Lottery is a process of assigning scarce but high-in-demand goods and services to paying participants by drawing lots. Examples include a lottery for kindergarten admission at a reputable school or a lottery for occupying units in a subsidized housing block. The most popular and common type of lottery dishing out cash prizes to paying participants is the financial lottery. The prize amount depends on the number of tickets with matching numbers. The term lottery was probably derived from Middle Dutch loten, or possibly a calque on the French word loterie (the latter being a diminutive of Middle Dutch lotinge). Lotteries have been used for centuries in Europe and are a popular form of gambling.
The lottery is a dangerous form of gambling, and it’s not just because of the odds. It’s also because it dangles the promise of instant wealth in an era of declining social mobility and crushing inequality. It makes people feel like they have a chance to get rich, but it’s a long shot.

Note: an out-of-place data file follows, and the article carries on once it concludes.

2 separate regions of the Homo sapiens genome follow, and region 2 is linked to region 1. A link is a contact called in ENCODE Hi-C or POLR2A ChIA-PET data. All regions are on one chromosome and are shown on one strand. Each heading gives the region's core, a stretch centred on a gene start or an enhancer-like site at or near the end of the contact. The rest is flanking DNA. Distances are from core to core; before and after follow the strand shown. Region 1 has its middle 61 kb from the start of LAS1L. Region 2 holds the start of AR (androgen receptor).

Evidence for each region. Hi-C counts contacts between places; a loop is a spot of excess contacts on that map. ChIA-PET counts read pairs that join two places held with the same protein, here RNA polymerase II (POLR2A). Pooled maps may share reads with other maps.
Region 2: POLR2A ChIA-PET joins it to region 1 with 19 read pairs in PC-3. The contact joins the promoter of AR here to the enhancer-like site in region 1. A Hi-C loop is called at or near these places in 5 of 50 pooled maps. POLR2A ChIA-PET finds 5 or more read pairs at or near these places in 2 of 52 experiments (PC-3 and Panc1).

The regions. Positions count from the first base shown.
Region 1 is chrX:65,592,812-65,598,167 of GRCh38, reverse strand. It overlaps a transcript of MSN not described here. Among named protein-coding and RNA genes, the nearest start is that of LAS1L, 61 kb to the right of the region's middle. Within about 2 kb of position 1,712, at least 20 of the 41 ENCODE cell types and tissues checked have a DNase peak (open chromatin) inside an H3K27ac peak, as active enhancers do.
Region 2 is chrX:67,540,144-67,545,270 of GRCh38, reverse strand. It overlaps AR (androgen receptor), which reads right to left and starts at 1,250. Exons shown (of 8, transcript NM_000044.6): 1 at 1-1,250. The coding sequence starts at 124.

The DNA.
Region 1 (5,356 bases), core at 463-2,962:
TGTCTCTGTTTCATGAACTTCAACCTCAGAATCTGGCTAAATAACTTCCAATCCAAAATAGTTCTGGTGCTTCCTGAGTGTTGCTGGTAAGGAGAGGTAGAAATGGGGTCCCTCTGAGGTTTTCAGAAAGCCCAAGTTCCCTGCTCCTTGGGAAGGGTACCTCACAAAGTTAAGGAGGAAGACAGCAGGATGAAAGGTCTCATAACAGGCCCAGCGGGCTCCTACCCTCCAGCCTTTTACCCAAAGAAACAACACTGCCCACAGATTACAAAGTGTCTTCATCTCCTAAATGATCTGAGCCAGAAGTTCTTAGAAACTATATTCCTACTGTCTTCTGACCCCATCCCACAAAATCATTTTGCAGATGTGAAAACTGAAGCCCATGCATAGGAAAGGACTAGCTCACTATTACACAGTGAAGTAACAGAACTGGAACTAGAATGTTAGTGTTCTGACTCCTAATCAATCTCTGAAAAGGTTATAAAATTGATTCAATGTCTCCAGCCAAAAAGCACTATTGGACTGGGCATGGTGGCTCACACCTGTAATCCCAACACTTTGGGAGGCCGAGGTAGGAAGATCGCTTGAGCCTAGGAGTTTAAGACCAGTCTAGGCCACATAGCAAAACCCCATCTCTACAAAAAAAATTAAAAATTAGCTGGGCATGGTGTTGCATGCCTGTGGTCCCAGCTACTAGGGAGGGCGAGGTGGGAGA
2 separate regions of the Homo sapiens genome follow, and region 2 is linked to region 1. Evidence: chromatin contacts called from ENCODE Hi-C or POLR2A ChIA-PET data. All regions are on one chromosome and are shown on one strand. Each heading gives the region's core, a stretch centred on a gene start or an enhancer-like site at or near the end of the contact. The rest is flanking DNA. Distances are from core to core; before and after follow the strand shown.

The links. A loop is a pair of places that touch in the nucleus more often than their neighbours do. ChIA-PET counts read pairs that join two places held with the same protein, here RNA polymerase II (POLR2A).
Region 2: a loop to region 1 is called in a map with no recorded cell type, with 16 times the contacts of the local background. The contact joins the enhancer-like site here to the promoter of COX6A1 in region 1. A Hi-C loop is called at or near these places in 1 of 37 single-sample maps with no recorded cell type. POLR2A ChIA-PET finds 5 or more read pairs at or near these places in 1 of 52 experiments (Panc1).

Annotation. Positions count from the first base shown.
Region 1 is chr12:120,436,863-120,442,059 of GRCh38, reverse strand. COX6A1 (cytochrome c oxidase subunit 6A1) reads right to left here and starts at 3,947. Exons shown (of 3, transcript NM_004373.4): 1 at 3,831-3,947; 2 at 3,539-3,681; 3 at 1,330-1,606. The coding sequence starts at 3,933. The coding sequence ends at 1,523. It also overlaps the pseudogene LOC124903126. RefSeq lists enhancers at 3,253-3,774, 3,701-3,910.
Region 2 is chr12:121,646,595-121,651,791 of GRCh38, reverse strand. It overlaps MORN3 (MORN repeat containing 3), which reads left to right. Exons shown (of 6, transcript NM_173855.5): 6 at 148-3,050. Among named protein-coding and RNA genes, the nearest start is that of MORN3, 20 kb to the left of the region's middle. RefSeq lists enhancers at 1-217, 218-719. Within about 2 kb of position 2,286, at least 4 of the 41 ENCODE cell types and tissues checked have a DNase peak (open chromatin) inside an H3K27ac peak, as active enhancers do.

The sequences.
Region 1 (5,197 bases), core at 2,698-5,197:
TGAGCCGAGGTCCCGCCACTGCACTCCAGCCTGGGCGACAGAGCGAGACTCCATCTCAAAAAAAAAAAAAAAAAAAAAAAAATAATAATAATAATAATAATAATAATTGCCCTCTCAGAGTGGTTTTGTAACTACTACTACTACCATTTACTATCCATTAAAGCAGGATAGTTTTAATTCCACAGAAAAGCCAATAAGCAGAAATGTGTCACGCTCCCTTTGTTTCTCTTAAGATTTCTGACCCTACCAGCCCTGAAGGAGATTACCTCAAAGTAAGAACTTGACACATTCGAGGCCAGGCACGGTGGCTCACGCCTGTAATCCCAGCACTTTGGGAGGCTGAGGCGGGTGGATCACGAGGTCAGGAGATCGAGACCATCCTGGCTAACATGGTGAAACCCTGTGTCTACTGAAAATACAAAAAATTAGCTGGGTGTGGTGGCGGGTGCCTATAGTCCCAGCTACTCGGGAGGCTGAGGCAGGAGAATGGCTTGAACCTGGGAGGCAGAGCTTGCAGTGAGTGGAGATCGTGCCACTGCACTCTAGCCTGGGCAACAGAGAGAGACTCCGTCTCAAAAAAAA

The purchase of lottery tickets cannot be accounted for by decision models that are based on expected value maximization. However, it can be explained by a more general model that considers risk-seeking behavior and the curvature of utility functions defined on things other than lottery outcomes. I’ve talked to lottery players for years, people who spend $50, $100 a week on tickets. They defy the expectations that you would have going into the conversation, which is that they’re irrational and that they’ve been duped.